The organisation surveyed more than 700 business leaders following the UK Government’s announcement of a job-retention scheme, with the proportion saying the outbreak posed a high or severe threat to their organisation coming in at seven in ten, up from two in ten in a similar poll a month ago.
Forty per cent of respondents had already contacted their bank about an emergency loan, while slightly more had contacted HMRC to defer tax payments.
More than seven in ten directors have already seen demand for their products or services drop, including 42 per cent who had seen a major decrease.
The IoD added that based on the extreme disruption expected over coming months, with two-thirds of business leaders calling the outbreak a severe threat to the economy, support is needed in three areas. These comprise extending support to company owner-directors; encouraging co-operation from lenders; and help for firms without premises.
Malcolm Cannon, national director of IoD Scotland, praised the actions of the UK and Scottish governments – but said “we need to see more consistency of key messages – both in terms of funding support and clarity on who qualifies as a key worker”.
He added: “Our members are exploring every avenue available to survive, but there are still steps that can and should be explored by our national and devolved governments to relieve some of this incredible pressure. We are only at the beginning of this marathon and so I urge our leaders across the country to come together – as many in the business community are – to provide greater clarity and a united message.”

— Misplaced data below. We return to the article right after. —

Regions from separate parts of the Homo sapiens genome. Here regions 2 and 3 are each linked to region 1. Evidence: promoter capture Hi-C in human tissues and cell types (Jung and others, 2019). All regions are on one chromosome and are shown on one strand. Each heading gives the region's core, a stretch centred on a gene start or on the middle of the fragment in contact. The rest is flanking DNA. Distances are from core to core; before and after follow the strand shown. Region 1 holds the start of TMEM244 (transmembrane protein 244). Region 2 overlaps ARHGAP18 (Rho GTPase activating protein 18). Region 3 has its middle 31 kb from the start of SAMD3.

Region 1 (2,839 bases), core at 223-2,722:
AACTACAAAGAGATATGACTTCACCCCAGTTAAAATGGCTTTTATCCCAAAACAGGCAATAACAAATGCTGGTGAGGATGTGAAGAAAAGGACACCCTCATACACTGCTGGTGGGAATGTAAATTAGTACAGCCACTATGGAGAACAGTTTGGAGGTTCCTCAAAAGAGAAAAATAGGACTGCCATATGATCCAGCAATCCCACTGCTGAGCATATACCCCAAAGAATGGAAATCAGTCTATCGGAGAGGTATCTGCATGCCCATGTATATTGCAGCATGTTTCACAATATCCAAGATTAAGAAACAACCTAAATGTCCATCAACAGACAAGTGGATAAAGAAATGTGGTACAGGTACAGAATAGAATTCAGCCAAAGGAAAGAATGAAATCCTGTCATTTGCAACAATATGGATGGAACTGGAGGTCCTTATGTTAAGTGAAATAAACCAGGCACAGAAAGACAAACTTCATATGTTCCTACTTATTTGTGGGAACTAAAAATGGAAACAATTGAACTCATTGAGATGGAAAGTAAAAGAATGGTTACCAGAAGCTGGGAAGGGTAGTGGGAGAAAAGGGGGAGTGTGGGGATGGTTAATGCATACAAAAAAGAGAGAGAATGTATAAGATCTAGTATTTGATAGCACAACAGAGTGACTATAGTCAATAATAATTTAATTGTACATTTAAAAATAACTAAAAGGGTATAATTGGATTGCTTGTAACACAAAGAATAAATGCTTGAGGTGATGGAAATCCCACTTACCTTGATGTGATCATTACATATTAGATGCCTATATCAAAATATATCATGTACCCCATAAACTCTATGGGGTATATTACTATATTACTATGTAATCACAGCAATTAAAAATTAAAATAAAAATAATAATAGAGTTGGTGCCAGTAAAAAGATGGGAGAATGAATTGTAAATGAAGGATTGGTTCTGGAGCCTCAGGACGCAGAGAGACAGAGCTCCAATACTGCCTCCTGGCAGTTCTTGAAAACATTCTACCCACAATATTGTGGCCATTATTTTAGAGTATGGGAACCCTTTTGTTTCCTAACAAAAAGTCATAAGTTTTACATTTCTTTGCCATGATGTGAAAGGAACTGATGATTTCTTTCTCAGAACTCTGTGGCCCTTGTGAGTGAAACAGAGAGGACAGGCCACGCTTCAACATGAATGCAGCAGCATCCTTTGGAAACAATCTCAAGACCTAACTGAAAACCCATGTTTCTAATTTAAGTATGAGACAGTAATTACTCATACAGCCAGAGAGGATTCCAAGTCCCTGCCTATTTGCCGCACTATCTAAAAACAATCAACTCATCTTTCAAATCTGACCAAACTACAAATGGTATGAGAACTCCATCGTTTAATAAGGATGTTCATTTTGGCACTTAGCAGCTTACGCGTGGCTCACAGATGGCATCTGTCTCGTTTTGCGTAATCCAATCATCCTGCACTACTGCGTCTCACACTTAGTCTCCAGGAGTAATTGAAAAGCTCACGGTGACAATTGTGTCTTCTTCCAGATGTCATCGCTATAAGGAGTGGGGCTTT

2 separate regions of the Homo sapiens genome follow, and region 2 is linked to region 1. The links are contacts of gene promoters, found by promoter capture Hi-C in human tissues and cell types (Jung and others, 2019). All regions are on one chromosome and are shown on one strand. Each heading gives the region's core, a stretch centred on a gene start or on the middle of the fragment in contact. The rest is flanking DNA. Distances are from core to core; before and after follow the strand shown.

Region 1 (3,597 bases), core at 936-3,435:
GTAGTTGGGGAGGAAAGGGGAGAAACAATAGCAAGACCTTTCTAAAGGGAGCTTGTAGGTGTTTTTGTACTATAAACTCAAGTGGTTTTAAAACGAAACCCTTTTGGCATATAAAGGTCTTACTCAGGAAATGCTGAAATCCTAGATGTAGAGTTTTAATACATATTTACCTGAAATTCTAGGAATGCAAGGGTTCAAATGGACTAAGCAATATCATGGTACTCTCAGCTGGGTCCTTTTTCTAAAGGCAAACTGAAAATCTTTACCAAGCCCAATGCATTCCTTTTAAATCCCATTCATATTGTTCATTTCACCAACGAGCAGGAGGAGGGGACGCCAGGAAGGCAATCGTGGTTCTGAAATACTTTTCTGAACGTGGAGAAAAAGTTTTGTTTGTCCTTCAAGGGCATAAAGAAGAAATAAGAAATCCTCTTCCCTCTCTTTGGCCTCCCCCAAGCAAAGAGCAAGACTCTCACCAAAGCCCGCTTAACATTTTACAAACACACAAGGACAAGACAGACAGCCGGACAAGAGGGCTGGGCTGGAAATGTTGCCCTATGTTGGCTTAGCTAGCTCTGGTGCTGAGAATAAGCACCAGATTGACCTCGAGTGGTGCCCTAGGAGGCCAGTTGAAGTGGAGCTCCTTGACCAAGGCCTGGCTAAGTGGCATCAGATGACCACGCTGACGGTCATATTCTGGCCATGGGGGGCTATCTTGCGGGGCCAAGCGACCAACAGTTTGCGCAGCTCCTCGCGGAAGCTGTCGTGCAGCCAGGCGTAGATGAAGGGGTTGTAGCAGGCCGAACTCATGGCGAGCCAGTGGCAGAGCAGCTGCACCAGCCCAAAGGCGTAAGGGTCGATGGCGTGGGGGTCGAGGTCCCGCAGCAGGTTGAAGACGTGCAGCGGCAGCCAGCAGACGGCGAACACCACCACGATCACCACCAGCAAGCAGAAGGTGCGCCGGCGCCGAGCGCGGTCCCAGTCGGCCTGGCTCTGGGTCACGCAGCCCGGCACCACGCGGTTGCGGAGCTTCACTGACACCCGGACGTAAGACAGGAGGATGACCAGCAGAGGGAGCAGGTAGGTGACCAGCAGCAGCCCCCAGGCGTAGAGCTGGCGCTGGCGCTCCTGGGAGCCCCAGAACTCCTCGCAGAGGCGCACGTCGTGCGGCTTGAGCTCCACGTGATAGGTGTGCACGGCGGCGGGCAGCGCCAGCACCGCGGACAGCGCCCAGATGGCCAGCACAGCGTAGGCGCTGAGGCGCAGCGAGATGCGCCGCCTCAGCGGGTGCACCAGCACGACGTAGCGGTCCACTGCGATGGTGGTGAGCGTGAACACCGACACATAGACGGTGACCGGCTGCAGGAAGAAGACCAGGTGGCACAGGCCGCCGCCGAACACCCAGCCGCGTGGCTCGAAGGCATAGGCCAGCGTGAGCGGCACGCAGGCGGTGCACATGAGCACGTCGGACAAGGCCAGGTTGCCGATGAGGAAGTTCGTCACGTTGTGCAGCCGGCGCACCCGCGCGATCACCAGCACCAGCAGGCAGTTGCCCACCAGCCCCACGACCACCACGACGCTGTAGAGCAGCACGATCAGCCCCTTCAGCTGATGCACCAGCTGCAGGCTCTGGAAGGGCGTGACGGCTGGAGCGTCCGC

Meanwhile, the latest Business Barometer from Bank of Scotland (BoS) commercial banking found that business confidence in Scotland fell 22 points to -7 per cent, and across the UK saw its lowest dip since December 2011 – all in the first two weeks of March before the UK went into lockdown mode.
Fraser Sime, regional director for Scotland at BoS, said it was unsurprising to see Scottish firms’ confidence dip as the pandemic evolves. “We’ve committed to lend up to £18 billion to businesses this year and have set aside £2bn of arrangement fee free finance to help those directly impacted by Covid-19.”
A message from the Editor:
Thank you for reading this story on our website. While I have your attention, I also have an important request to make of you.With the coronavirus lockdown having a major impact on many of our advertisers - and consequently the revenue we receive - we are more reliant than ever on you taking out a digital subscription.Subscribe to scotsman.com and enjoy unlimited access to Scottish news and information online and on our app. With a digital subscription, you can read more than five articles, see fewer ads, enjoy faster load times, and get access to exclusive newsletters and content. Visit https://www.scotsman.com/subscriptions now to sign up.
Our journalism costs money and we rely on advertising, print and digital revenues to help to support them. By supporting us, we are able to support you in providing trusted, fact-checked content for this website.